The entire stop-motion animation portion was completed in 10 days with the help of two amazing animators, Phil Eddolls and Martha Grant. Seven of those days were in a small studio working on a table-top, and we spent three days doing the big overhead shot of his face, which was 10′ x 20′ wide. The 2D animation was done by Marty MacPherson, and happened after we edited the film. The majority of Marty’s work was the 2D animated subtitles – each done in the handwriting of the person speaking (the credits, too!). That was an especially painstaking process for my dad and grandma’s subtitles. For them he had to use my dad’s police report notebooks and old birthday cards from my grandma to build an alphabet in their writing.

How much home movie footage did you have to sift through? Was it hard to pair it down?

Tons! But almost none of it was from my immediate family’s home movies. Growing up, we didn’t have a video camera in our house, so the majority of the footage was from my aunt Mary’s archive of her family. It was days of scanning through footage of my cousins’ dance recitals to try to find a clip of my dad at a family holiday party or BBQ. Apart from that, the video of him giving a tour of the renovations he did in our house was a complete surprise. It’s my understanding that my dad had a camcorder from work for a day and decided to play around with it a bit at home. I didn’t know it existed before this project and it’s funny how crucial it became to the edit.

Lastly, and maybe most essentially, was the footage of him flying at the airstrip. That was all filmed by my uncle Colin (his brother). They were taking my dad’s plane for a final flight before he sold it. You can even hear my uncle say, “hey, I want to get a shot of you flying the plane off into the sunset”, which ended up being our well-fitted final shot.

What was your family’s reaction to the project and being asked to be involved with it?

Everyone was surprisingly willing to participate without hesitation. Sure, there was a bit of curiosity but I think for my brother and sister especially, we have so few opportunities to talk about our dad these days so it was nice to get each other on the phone and just talk about him for a few hours because old memories kept popping up.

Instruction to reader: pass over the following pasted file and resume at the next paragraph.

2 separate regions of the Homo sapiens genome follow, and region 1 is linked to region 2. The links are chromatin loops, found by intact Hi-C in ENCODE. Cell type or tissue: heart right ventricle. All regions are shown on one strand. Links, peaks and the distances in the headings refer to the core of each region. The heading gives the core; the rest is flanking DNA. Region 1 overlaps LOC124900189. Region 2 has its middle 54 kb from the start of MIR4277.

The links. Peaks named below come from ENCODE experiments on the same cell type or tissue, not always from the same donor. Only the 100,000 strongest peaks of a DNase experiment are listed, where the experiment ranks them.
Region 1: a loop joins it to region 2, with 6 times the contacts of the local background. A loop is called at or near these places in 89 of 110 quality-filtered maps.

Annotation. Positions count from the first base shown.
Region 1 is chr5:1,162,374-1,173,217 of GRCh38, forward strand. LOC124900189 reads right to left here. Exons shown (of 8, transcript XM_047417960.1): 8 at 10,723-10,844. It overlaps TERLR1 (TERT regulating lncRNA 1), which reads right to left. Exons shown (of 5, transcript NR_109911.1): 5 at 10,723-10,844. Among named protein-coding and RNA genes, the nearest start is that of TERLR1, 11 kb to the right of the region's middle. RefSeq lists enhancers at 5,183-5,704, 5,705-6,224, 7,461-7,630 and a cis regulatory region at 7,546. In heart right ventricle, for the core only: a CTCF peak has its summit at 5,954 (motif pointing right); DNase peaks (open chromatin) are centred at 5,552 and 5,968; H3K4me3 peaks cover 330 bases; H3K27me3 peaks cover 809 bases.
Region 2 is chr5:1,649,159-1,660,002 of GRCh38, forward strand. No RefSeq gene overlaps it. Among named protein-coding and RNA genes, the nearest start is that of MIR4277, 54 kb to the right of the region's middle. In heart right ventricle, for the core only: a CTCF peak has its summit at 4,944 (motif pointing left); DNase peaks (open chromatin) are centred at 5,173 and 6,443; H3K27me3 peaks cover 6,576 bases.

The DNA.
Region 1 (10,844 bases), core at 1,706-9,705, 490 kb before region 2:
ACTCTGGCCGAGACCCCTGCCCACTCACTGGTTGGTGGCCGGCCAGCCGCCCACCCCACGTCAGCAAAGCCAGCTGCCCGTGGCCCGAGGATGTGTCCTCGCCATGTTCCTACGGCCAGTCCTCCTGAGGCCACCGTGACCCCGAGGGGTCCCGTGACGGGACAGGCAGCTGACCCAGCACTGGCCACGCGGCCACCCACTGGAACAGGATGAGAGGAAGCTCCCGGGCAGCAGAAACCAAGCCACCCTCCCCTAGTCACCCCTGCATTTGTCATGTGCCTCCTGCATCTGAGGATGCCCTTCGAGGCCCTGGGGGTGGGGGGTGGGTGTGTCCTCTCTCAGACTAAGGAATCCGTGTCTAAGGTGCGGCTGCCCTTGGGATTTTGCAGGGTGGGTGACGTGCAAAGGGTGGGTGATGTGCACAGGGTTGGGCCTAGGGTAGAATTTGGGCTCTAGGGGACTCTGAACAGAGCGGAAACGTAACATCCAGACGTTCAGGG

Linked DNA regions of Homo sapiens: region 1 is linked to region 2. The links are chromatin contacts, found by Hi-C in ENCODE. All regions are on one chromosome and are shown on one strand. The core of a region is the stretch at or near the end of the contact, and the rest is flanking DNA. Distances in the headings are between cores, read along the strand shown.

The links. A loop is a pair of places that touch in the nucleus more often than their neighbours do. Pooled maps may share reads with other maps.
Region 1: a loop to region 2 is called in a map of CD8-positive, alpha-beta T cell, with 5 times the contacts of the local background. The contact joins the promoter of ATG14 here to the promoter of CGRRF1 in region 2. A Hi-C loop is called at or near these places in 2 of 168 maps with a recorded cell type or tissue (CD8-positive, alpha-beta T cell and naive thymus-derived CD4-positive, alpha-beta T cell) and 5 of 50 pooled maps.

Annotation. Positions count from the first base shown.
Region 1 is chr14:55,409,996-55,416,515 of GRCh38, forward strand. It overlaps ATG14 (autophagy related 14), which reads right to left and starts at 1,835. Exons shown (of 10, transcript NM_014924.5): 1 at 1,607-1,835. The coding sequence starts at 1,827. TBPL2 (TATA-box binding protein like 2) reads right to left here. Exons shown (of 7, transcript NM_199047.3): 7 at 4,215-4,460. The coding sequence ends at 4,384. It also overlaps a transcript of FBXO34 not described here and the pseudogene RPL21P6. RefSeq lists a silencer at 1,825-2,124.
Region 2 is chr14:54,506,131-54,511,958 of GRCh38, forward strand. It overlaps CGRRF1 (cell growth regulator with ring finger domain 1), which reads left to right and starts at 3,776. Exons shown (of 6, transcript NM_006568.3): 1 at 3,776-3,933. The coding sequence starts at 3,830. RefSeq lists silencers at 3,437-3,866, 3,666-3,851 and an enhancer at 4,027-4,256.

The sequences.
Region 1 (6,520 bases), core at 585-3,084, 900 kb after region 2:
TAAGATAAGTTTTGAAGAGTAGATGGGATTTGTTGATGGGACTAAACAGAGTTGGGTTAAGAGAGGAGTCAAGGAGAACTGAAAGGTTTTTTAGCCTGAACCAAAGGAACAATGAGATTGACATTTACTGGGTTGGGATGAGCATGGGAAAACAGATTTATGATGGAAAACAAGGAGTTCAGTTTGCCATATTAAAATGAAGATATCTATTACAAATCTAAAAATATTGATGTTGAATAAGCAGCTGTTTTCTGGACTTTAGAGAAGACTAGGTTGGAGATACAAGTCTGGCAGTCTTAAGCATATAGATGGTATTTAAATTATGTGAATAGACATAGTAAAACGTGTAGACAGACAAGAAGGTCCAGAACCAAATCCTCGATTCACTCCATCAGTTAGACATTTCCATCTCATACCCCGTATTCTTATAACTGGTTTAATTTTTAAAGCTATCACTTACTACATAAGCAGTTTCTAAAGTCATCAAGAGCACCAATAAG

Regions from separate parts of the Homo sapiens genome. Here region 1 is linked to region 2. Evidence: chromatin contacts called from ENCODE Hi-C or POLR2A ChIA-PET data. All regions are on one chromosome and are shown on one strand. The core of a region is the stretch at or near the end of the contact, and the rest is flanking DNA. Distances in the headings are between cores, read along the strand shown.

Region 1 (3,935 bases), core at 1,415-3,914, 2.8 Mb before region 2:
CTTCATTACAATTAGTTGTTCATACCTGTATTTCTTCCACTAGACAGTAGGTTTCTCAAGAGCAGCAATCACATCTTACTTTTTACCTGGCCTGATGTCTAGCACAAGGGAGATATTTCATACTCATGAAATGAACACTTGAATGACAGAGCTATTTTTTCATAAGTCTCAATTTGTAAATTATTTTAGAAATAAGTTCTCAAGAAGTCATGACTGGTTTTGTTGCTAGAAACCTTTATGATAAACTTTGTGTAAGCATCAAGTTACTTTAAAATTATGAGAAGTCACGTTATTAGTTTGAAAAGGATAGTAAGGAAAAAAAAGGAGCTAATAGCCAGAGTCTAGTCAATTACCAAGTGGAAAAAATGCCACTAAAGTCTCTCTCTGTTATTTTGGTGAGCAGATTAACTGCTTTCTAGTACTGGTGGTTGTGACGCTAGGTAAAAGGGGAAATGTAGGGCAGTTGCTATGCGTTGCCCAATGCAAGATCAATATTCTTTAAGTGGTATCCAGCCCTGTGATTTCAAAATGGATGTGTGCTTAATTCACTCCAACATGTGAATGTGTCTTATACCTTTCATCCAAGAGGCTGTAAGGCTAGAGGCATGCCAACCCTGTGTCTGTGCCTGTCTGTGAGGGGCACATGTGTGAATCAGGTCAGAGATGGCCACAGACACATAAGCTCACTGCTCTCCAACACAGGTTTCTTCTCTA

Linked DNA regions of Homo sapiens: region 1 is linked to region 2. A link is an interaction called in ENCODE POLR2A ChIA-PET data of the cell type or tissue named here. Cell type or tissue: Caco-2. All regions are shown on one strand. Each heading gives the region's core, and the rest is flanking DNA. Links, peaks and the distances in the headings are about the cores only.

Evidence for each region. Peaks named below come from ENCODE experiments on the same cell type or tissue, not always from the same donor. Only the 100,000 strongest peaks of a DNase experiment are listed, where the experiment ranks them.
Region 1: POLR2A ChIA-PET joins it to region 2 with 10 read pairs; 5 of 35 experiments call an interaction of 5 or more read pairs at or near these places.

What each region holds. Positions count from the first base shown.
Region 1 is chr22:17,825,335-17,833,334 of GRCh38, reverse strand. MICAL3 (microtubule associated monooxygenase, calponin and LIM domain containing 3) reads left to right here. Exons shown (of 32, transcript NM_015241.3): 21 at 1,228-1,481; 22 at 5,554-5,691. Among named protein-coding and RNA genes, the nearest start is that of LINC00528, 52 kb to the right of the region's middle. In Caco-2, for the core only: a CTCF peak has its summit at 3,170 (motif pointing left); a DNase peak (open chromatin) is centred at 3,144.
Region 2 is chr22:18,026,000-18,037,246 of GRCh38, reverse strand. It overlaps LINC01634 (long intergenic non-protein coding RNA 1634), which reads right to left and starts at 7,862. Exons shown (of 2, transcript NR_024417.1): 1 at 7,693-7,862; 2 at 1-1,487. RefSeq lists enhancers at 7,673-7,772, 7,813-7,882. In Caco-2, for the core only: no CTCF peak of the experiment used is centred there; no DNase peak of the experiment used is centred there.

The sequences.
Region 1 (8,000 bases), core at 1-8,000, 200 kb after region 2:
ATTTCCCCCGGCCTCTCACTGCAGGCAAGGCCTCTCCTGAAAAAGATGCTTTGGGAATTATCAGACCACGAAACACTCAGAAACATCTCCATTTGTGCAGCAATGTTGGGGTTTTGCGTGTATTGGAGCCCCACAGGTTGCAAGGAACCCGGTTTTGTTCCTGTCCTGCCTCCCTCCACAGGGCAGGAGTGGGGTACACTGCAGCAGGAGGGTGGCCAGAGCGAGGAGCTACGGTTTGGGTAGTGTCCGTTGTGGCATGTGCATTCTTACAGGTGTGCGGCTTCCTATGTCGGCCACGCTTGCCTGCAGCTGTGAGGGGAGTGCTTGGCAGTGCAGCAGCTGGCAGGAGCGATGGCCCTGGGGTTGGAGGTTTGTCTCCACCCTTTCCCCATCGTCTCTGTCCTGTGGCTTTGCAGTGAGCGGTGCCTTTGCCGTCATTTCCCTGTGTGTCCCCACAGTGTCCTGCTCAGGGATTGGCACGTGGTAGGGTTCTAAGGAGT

How did David Wain get involved?

Our lovely Executive Producer, Becca Kinskey, had worked with David before and suggested we reach out to him. We wanted someone known for their comedic chops to help lighten the mood of the film, but David added this extra layer of sincerity to the read that gave so much more to the narration script. He’s been so supportive of the project since then.

The audio recordings of your father and grandmother are so telling and deeply personal. Do you know why those conversations were recorded? When/how did you first come across them?

It was my mom’s idea. He was recording them to kind of keep the conversions between him and his mother in check. At the time my dad was managing his parents’ household – my grandpa had to be moved into a nursing home and my grandma was reluctantly moved into a smaller, more manageable house. The tape recorder was a device to keep them a bit more polite with each other during their conversations, but evidently ineffective.

I first came across them in film school when I needed to borrow the recorder to tape an interview for a class project. I played back the tapes beforehand to make sure I wasn’t recording over anything important and that’s when I first heard them. I believe it was right after my dad passed away, so it was a little disturbing at the time because it was my first time hearing his voice since he died.

What’s next for you?

I’m just putting the finishing touches on a short narrative, about to begin production on another documentary short, and writing my first feature film!